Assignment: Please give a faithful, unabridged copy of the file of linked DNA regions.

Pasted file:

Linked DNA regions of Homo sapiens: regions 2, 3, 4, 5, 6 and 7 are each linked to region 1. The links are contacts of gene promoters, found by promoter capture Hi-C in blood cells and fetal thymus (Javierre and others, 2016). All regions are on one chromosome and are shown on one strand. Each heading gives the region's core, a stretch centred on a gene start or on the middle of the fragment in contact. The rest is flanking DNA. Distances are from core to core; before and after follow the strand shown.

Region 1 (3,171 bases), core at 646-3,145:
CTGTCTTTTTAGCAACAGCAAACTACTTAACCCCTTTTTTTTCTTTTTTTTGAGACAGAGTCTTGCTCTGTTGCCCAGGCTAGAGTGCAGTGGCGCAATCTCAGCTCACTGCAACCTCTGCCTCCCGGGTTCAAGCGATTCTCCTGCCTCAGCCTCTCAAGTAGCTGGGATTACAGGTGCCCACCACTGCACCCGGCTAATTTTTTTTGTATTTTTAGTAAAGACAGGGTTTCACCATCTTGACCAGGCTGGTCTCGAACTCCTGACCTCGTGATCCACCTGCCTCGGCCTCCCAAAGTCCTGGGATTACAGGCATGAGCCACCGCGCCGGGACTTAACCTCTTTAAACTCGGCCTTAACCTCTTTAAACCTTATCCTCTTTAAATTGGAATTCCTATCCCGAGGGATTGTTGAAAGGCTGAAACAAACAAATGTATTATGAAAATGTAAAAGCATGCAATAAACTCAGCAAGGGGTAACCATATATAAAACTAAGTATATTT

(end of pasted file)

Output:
Linked DNA regions of Homo sapiens: regions 2, 3, 4, 5, 6 and 7 are each linked to region 1. The links are contacts of gene promoters, found by promoter capture Hi-C in blood cells and fetal thymus (Javierre and others, 2016). All regions are on one chromosome and are shown on one strand. Each heading gives the region's core, a stretch centred on a gene start or on the middle of the fragment in contact. The rest is flanking DNA. Distances are from core to core; before and after follow the strand shown.

Region 1 (3,171 bases), core at 646-3,145:
CTGTCTTTTTAGCAACAGCAAACTACTTAACCCCTTTTTTTTCTTTTTTTTGAGACAGAGTCTTGCTCTGTTGCCCAGGCTAGAGTGCAGTGGCGCAATCTCAGCTCACTGCAACCTCTGCCTCCCGGGTTCAAGCGATTCTCCTGCCTCAGCCTCTCAAGTAGCTGGGATTACAGGTGCCCACCACTGCACCCGGCTAATTTTTTTTGTATTTTTAGTAAAGACAGGGTTTCACCATCTTGACCAGGCTGGTCTCGAACTCCTGACCTCGTGATCCACCTGCCTCGGCCTCCCAAAGTCCTGGGATTACAGGCATGAGCCACCGCGCCGGGACTTAACCTCTTTAAACTCGGCCTTAACCTCTTTAAACCTTATCCTCTTTAAATTGGAATTCCTATCCCGAGGGATTGTTGAAAGGCTGAAACAAACAAATGTATTATGAAAATGTAAAAGCATGCAATAAACTCAGCAAGGGGTAACCATATATAAAACTAAGTATATTT